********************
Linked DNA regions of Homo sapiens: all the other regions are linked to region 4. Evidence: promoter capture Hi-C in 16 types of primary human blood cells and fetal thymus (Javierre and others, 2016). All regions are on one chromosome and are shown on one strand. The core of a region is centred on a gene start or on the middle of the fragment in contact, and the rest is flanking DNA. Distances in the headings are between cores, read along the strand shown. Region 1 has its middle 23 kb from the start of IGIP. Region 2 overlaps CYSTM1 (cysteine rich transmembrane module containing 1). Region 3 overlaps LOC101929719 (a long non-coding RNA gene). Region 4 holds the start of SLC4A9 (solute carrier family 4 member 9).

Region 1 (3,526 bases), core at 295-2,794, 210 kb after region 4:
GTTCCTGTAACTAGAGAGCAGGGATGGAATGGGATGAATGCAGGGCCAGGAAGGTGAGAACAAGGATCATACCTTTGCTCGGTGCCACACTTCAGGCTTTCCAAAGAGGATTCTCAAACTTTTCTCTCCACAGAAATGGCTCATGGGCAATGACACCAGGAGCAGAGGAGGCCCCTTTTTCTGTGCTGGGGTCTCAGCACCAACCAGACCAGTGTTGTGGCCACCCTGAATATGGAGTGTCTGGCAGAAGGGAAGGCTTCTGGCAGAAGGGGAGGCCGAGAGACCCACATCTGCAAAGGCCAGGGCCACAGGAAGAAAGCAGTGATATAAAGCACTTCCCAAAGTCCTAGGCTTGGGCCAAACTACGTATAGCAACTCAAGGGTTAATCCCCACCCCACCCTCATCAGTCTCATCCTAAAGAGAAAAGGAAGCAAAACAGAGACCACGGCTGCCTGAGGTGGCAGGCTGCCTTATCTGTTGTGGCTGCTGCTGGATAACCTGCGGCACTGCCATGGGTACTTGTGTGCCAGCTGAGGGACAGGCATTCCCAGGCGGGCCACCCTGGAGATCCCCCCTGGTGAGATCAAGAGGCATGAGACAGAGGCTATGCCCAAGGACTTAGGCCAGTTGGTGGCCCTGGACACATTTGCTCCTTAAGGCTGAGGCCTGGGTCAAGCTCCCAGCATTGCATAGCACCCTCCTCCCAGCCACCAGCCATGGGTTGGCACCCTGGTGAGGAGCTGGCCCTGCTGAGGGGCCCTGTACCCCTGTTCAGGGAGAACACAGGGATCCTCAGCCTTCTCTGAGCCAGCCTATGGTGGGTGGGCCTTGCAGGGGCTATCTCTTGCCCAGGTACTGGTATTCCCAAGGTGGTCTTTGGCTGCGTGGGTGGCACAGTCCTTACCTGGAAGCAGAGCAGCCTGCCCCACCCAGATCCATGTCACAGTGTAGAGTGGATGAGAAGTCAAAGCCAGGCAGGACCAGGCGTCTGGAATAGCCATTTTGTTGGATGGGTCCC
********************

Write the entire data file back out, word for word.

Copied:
Linked DNA regions of Homo sapiens: all the other regions are linked to region 4. Evidence: promoter capture Hi-C in 16 types of primary human blood cells and fetal thymus (Javierre and others, 2016). All regions are on one chromosome and are shown on one strand. The core of a region is centred on a gene start or on the middle of the fragment in contact, and the rest is flanking DNA. Distances in the headings are between cores, read along the strand shown. Region 1 has its middle 23 kb from the start of IGIP. Region 2 overlaps CYSTM1 (cysteine rich transmembrane module containing 1). Region 3 overlaps LOC101929719 (a long non-coding RNA gene). Region 4 holds the start of SLC4A9 (solute carrier family 4 member 9).

Region 1 (3,526 bases), core at 295-2,794, 210 kb after region 4:
GTTCCTGTAACTAGAGAGCAGGGATGGAATGGGATGAATGCAGGGCCAGGAAGGTGAGAACAAGGATCATACCTTTGCTCGGTGCCACACTTCAGGCTTTCCAAAGAGGATTCTCAAACTTTTCTCTCCACAGAAATGGCTCATGGGCAATGACACCAGGAGCAGAGGAGGCCCCTTTTTCTGTGCTGGGGTCTCAGCACCAACCAGACCAGTGTTGTGGCCACCCTGAATATGGAGTGTCTGGCAGAAGGGAAGGCTTCTGGCAGAAGGGGAGGCCGAGAGACCCACATCTGCAAAGGCCAGGGCCACAGGAAGAAAGCAGTGATATAAAGCACTTCCCAAAGTCCTAGGCTTGGGCCAAACTACGTATAGCAACTCAAGGGTTAATCCCCACCCCACCCTCATCAGTCTCATCCTAAAGAGAAAAGGAAGCAAAACAGAGACCACGGCTGCCTGAGGTGGCAGGCTGCCTTATCTGTTGTGGCTGCTGCTGGATAACCTGCGGCACTGCCATGGGTACTTGTGTGCCAGCTGAGGGACAGGCATTCCCAGGCGGGCCACCCTGGAGATCCCCCCTGGTGAGATCAAGAGGCATGAGACAGAGGCTATGCCCAAGGACTTAGGCCAGTTGGTGGCCCTGGACACATTTGCTCCTTAAGGCTGAGGCCTGGGTCAAGCTCCCAGCATTGCATAGCACCCTCCTCCCAGCCACCAGCCATGGGTTGGCACCCTGGTGAGGAGCTGGCCCTGCTGAGGGGCCCTGTACCCCTGTTCAGGGAGAACACAGGGATCCTCAGCCTTCTCTGAGCCAGCCTATGGTGGGTGGGCCTTGCAGGGGCTATCTCTTGCCCAGGTACTGGTATTCCCAAGGTGGTCTTTGGCTGCGTGGGTGGCACAGTCCTTACCTGGAAGCAGAGCAGCCTGCCCCACCCAGATCCATGTCACAGTGTAGAGTGGATGAGAAGTCAAAGCCAGGCAGGACCAGGCGTCTGGAATAGCCATTTTGTTGGATGGGTCCC